I saw a little bit of this documentary on TV recently, and he talks about his childhood memories, about hearing the bells in the church for example, and many other things you can almost find in the scores. It’s very important to remember this part of Nordheim, he had strong connections with his memories as child and his first impressions of sounds and music.
As further listening we propose you “The Tempest (Suite from the Ballet)” composed by Nordheim in 1979.
In The Tempest, a ballet based on Shakespeare’s play, electronics and orchestral sounds are mixed, while the focus is strongly on vocal music (e.g. the ‘double voice’ of Caliban). Nordheim’s continued use of historical elements is shown by the incorporation of Leonardo da Vinci’s musical rebus, which solved reads Amore sol la mi fa remirare, la sol mi fa sollecita. (Wikipedia).
Listen to the trumpet part from minute 7:00…
If you are curious on Arne Nordheim’s music I suggest you this playlist on YouTube wich is collecting all recordings of his works available on the net. On the website dedicated to him after his death in 2010 you can find a very interesting biography as well as the list of his works. Arne Norheim’s example of electronic music.
The interview with Frode Haltli continues.
List of topics
Part I: Introduction to the Scandinavian culture and society
Part II: From the contemporary to the traditional music and back
Part III: Ellegaard and Nordheim, accordion meets Norway
Part IV: A personal experience, New Scandinavian music for accordion
Part V: Maja S. K. Ratkje – ‘Gagaku Variations’, Ich bin ein Japaner!
Part VI: Bent Sørensen – ‘Looking on Darkness’, researching a new sound
Part VII: Atli Ingolfsson – ‘Radioflakes’, new virtuosism
and much more. Stay tuned!
Frode Haltli (b. 1975, Norway) studied at the Norwegian State Academy of Music, then at the Royal Danish Music Conservatory in Copenhagen, graduating in 2000. In 2001 the Norwegian Concert Institute named him Young Soloist Of The Year, he was also placed second in the International Gaudeamus Interpreters Competition 1999 in the Netherlands.
Concerts throughout Europe, USA, Canada and Asia. Directing his career into explorations of new music, he became associated with like-minded musicians mainly in Europe where the development of adventurous forms has grown throughout recent years.
Haltli has established links with several composers, notably Maja Solveig Kjelstrup Ratkje who is one of several who have written especially for him; others include Bent Sørensen, Rolf Wallin, Atli Ingólfsson, Hans Abrahamsen, Jo Kondo and Sam Hayden.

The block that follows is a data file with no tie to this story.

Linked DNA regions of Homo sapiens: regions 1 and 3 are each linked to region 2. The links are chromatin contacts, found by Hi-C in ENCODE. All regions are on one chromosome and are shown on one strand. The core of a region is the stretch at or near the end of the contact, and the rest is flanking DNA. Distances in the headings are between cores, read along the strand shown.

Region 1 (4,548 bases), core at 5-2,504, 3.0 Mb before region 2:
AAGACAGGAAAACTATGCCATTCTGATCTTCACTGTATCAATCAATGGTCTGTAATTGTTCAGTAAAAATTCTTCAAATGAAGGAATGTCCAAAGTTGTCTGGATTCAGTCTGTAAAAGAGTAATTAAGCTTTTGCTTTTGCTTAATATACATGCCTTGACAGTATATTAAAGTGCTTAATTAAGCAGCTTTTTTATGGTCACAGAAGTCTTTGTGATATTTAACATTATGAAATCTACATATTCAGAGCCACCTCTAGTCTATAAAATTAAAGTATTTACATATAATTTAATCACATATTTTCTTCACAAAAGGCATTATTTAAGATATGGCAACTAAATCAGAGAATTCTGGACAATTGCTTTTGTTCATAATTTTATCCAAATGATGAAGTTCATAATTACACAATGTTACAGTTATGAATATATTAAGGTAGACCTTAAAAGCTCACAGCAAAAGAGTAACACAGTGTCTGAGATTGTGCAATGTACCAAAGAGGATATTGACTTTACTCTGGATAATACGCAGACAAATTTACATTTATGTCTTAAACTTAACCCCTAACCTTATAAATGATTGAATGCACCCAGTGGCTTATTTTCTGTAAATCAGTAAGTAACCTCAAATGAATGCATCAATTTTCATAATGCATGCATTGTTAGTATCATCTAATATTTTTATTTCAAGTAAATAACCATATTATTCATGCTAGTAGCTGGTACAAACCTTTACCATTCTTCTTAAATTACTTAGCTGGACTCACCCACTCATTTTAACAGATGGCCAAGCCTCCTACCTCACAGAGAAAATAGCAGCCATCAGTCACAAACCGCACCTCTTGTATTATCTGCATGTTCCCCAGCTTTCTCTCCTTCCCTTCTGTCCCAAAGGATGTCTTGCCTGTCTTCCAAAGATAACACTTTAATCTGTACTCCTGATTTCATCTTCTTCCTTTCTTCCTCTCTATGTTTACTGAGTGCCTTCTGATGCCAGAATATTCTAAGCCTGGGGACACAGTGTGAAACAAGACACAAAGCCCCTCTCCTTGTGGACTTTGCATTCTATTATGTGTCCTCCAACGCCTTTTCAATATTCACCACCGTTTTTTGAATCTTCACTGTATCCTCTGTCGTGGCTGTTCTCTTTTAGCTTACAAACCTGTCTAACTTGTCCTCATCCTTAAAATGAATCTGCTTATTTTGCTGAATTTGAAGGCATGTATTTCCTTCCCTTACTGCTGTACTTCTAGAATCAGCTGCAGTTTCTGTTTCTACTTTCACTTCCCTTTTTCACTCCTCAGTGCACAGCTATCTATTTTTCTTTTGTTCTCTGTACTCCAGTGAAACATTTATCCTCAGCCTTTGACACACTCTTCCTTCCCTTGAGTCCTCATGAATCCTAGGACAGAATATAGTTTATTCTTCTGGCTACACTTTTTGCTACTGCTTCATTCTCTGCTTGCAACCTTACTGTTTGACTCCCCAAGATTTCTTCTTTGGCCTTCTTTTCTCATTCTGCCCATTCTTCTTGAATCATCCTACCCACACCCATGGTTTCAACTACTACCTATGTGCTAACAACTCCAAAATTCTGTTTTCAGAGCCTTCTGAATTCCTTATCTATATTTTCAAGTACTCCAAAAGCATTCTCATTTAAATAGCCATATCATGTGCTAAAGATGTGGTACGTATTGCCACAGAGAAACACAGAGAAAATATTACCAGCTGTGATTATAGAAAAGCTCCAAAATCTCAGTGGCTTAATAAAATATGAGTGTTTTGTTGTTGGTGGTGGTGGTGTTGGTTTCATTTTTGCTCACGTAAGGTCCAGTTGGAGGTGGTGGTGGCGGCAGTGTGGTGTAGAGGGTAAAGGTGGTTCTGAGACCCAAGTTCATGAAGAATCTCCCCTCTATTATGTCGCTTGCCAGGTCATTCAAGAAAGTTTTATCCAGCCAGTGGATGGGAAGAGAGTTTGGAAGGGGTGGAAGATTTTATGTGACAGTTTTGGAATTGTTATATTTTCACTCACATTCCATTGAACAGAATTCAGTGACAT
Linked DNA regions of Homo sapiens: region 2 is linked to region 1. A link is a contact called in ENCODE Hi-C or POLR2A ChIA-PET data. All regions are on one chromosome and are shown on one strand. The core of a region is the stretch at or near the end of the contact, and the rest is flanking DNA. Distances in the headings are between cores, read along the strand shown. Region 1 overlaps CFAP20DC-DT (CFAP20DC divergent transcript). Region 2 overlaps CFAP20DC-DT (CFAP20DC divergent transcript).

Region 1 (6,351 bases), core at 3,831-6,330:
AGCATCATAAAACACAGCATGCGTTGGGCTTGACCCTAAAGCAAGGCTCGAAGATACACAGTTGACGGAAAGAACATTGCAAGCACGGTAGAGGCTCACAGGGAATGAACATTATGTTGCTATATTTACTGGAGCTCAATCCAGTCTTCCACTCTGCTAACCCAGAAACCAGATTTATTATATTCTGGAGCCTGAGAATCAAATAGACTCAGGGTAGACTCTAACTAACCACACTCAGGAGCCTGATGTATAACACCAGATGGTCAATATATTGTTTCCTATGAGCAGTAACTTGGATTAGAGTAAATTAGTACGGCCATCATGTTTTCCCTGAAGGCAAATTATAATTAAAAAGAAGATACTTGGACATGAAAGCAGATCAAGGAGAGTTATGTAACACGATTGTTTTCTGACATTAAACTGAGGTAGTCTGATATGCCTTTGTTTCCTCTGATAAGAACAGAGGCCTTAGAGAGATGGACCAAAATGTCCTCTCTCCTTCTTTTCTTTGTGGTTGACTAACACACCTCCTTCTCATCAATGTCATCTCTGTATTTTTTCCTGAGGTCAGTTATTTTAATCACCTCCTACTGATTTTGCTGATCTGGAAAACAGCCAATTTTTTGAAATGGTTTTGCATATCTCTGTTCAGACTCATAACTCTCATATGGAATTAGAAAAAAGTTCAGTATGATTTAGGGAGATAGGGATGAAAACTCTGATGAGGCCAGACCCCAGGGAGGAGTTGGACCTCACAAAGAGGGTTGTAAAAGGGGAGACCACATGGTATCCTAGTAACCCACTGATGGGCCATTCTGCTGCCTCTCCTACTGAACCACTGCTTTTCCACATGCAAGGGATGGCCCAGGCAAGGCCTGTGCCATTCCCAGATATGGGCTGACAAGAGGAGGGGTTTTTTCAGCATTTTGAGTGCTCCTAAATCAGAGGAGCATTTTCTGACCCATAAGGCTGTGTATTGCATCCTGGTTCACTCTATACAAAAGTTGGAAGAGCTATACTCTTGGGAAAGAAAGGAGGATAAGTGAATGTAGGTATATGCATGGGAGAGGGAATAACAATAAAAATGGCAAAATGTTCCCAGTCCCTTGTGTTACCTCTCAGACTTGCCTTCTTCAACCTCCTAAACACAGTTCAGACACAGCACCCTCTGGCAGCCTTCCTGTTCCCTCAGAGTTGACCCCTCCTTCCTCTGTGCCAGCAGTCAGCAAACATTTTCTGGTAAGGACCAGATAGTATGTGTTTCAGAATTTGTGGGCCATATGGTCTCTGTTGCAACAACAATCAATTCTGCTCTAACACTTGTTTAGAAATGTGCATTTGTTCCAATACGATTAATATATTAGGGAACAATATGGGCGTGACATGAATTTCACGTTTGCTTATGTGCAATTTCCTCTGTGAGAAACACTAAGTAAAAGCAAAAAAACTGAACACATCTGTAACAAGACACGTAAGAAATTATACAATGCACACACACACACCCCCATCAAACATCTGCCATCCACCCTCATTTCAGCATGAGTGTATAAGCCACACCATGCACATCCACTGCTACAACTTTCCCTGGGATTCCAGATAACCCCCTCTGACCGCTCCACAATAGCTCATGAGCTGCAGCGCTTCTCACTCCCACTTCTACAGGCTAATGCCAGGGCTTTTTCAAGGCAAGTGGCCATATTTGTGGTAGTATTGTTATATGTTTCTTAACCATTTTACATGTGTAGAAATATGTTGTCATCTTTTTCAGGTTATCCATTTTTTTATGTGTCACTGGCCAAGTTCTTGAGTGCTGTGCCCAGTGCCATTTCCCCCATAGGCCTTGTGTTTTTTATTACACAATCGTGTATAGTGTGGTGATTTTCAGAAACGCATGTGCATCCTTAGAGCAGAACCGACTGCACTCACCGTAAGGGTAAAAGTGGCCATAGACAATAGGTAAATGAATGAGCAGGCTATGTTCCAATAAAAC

He has also cooperated with several string quartets, among them the Arditti String Quartet.
His debut CD ‘Looking on Darkness’ was released on the prestigiuos German record label ECM in 2002.
In 2012 Haltli released ‘Arne Nordheim Complete Accordion Works’ (Simax Classics) to great critical acclaim.
He has played regularely with the trio POING, alongside saxophonist Rolf-Erik Nystrøm and double bass player Håkon Thelin. They have commissioned more than 60 works from composers all over the world and recorded several albums.
Since the release of the duo album “Yeraz” on ECM in 2008 Haltli has also toured regularly with saxophonist Trygve Seim.
Frode Haltli has developed several transcultural music projects, in India, China, Japan, North Korea, Egypt. He has also played music rooted in Norwegian traditional music, notably with RUSK in which he is teamed with singer Unni Løvlid and violinist Vegar Vårdal.
On his 2007 recording ’Passing Images’ (ECM), Haltli is joined by trumpeter Arve Henriksen, viola player Garth Knox, and vocalist Maja Solveig Kjelstrup Ratkje, for a selection of lyrical explorations of folk themes couched in the form of contemporary improvised music.
This theme and combination of old and new music is further delevoped in duo with Norwegian violinist Gjermund Larsen and in The Snowflake Trio with Irish flute player Nuala Kennedy and Norwegian fiddler Vegar Vårdal.
Frode Haltli teaches accordion at the Norwegian Academy of Music in Oslo.
To know more about check http://frodehaltli.com/.